(Want to learn more about delegating for development? Check out this downloadable infographic and tons of bonus content on this web page. Be sure to check out the handy tools for determining what to delegate and who to delegate it to. )

Coaching for Development

Sales coaching, like sales management, is widely misunderstood.

It’s not coaching if:

  • You show someone how to do something
  • You conduct a therapy session
  • You’re primarily a cheerleader and promoter
  • You pontificate about how you did things once upon a time

And it’s not coaching for development if there’s an “or else” attached to what you’re doing. Performance coaching sometimes has that “last chance” attached to it as a final step before an employee is terminated. That’s not what you, as a new manager, need to master in order to succeed.

Coaching for development is the process of helping others recognize and apply their strengths, address their skills gaps, and reach their goals. In this case, we’re not talking about sales goals. Rather, this refers to reaching goals for development that will equip them for reaching and exceeding sales quotas.  

Professional, credentialed coaches use questions to promote self-discovery, dignify others’ input and ideas, build buy-in, and accelerate learning. When self-determination, future focus, and empowerment like this are introduced, people often exceed even their own expectations. That’s why the return on genuine coaching is 5.7x greater than the investment.

Effective coaches develop their own skills in:

  • Asking thought-provoking questions
  • Listening with empathy
  • Thinking critically
  • Speaking with candor
  • Setting aside their own impulses to offer prescriptive solutions

It takes a great deal of patience and practice to develop coaching habits. Doing so is well worth the time and effort.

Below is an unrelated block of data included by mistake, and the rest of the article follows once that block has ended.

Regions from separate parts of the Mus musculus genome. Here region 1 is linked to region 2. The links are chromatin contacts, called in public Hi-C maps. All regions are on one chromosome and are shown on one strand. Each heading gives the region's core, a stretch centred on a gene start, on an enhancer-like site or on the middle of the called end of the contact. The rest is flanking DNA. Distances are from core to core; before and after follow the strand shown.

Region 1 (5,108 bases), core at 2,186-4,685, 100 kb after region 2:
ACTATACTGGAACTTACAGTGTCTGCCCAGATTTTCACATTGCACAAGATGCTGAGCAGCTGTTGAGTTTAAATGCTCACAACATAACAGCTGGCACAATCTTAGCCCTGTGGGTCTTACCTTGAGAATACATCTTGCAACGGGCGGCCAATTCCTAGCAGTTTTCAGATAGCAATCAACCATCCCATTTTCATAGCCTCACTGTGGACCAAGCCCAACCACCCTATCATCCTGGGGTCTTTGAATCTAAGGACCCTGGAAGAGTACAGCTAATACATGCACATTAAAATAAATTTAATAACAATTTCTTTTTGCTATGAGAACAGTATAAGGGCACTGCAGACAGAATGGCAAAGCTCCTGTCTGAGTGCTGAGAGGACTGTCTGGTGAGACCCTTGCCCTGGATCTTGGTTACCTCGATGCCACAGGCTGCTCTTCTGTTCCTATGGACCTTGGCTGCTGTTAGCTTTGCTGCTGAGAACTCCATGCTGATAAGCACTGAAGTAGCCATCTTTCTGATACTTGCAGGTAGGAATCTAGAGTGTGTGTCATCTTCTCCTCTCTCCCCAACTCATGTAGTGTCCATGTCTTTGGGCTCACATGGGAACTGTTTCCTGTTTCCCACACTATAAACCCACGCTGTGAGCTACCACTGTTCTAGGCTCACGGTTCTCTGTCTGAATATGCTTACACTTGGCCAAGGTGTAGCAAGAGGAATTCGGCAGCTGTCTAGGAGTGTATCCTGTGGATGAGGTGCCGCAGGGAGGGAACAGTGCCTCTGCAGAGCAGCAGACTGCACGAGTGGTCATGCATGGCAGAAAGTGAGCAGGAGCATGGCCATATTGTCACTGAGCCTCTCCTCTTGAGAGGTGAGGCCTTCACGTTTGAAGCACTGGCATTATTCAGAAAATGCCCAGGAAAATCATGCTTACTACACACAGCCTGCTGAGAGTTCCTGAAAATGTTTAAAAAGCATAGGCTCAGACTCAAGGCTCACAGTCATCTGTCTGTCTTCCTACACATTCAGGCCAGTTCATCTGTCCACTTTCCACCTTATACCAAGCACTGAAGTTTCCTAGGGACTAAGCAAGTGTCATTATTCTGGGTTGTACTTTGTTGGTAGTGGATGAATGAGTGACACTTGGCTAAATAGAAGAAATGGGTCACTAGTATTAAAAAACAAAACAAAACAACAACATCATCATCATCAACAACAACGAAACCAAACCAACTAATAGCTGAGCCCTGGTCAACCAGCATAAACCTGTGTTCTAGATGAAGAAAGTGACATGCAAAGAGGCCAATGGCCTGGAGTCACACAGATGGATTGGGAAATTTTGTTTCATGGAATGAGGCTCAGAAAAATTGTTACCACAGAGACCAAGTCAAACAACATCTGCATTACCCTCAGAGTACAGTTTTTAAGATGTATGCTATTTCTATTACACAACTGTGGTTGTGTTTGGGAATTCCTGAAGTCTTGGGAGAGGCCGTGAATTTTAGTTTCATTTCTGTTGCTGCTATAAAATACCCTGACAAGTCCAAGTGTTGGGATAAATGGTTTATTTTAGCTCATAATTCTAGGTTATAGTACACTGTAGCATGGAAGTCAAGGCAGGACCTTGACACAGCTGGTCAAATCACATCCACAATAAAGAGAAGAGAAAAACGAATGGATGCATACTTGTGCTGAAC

Later in this series, we’ll devote an entire post to coaching for development. In the meantime, here’s a crash course that might be useful. This free webinar recording, available on-demand, explains how you can build on your selling skills to become an effective coach.

To Delegate or Coach for Development, You’ll Have to Let Go

It seems counterintuitive to let go and have others do the work that you could (possibly) do better.

But letting go is truly the right thing to do.

Letting go of a child’s hand empowers that child to take their first baby steps. We “let go” of our children throughout their lives, encouraging them to become independent and self-sufficient. In this regard, managing is like parenting. If you don’t let go, you won’t have a self-sufficient, high-performing team. Instead, you’ll have overly dependent, underdeveloped sellers who cannot fend for themselves.

Letting go requires two things. First, you must trust yourself to be effective in coaching and delegating for development. These are discrete skills that will require time to develop. Invest that time and get the support you need to become a quality coach and delegator. Second, you must trust others to deliver.

The second one is much more difficult for some. In sales, you were self-reliant. You didn’t have to trust others. You reached goals through sheer determination, will and effort – all of your own making. You may not trust others because they don’t exhibit the same abilities and characteristics that made you so successful. That’s why trusting yourself as a people-developer is essential.

Trust yourself to develop others so you can then trust them to do the work of selling. Let go of the job responsibilities that are not the purview of management. Otherwise, you’ll never be truly effective as a sales manager.